transfemoral approach with a 6F guiding catheter. The
stent diameter was undersized with a stent-to-normal vessel
ratio of .9:1.0. For patients with smooth arterial access,
a Mori A lesion, or mid-BA and distal M1 segment lesions,
a balloon-expandable stent (Apollo stent; Minimally Invasive, Shanghai, China) was selected, and the length of
the stent was chosen just to cover the stenosis. For patients with a tortuous arterial access, a Mori B lesion, a
Mori C lesion, or a lesion with a significant mismatch
in the diameter between the proximal and the distal segments, a self-expanding stent (Gateway balloon plus
Wingspan stent system; Stryker, Maple Grove, MN) was
preferred, and the length of the stent was chosen to cover
at least 2 mm of normal vessel segment on both sides
of the stenosis. Successful revascularization was defined
as the reduction of stenosis to less than 50% with complete enveloping of the lesion after the procedure.
Medical management included aspirin 100 mg/d,
clopidogrel 75 mg/d for 90 days, and atorvastatin 40 mg/d
for at least 6 months after stenting. We targeted a systolic blood pressure lower than 140 mm Hg (<130 mm
Hg if diabetic), a low-density lipoprotein cholesterol level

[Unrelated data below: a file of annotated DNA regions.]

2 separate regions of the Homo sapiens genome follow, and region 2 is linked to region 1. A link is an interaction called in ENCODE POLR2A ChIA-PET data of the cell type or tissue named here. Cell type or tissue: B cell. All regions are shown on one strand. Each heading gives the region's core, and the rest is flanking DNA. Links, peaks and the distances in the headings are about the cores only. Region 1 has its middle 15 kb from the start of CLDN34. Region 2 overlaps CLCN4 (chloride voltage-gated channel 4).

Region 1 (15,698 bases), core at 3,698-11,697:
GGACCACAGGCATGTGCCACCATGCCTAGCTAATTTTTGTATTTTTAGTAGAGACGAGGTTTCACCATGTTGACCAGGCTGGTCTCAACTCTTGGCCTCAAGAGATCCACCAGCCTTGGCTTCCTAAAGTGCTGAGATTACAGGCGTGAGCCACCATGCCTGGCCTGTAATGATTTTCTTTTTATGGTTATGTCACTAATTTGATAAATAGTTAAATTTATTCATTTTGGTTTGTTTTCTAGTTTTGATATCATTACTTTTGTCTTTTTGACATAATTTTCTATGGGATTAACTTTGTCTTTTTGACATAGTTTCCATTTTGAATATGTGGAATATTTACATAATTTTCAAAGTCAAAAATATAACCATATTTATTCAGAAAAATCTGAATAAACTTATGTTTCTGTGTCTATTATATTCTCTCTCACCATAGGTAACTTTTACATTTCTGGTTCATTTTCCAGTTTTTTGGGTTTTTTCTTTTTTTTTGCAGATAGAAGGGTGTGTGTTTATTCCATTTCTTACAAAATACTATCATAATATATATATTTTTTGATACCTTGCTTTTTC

lower than 1.81 mmol/L, a fasting blood glucose level
lower than 6.1 mmol/L, and a hemoglobin A1c level less
than 7%. Lifestyle modifications such as smoking cessation, weight reduction, and physical exercise were advised.
Follow-Up
The patients were asked to come back for a face-toface interview 30 days after stenting by experienced
neurointerventionalists for clinical assessment and evaluation of neurological symptoms. The primary end points
were stroke (including ischemic or hemorrhagic stroke)
or death. Hemorrhagic stroke was defined as parenchymal hemorrhage, subarachnoid hemorrhage, or
intraventricular hemorrhage detected by CT or MRI, associated with seizures or new neurological symptoms or
signs (headache, change in the level of consciousness, or
focal neurological deficits) lasting 24 hours or longer. Every
patient with a suspected stroke underwent brain MRI or
3
CT. Ischemic strokes were classified as in or out of the
territory of the stented artery.
Medical records, brain CT or MRI, digital subtraction
angiography, and follow-up data of each patient were collected and revalued by 2 experienced neurointerventionalists
who did not participate in the procedure and were unaware
of the research. Consensus from disagreements was reached
through discussion.
Statistical Analysis
The occurrences of 30-day stroke in different groups
were compared by chi-square test or Fisher exact test.
A similar bivariate analysis was performed between the
baseline characteristics and 30-day stroke. Stepwise logistic regression analysis was used to assess the relationship
between 30-day stroke and baseline characteristics. A multivariable model was constructed using the backward
elimination method. Candidate risk factors for multivariable analysis were those with P values of less than .20
in the bivariate analyses described above. A 2-tailed P
value of less than .05 was considered to be statistically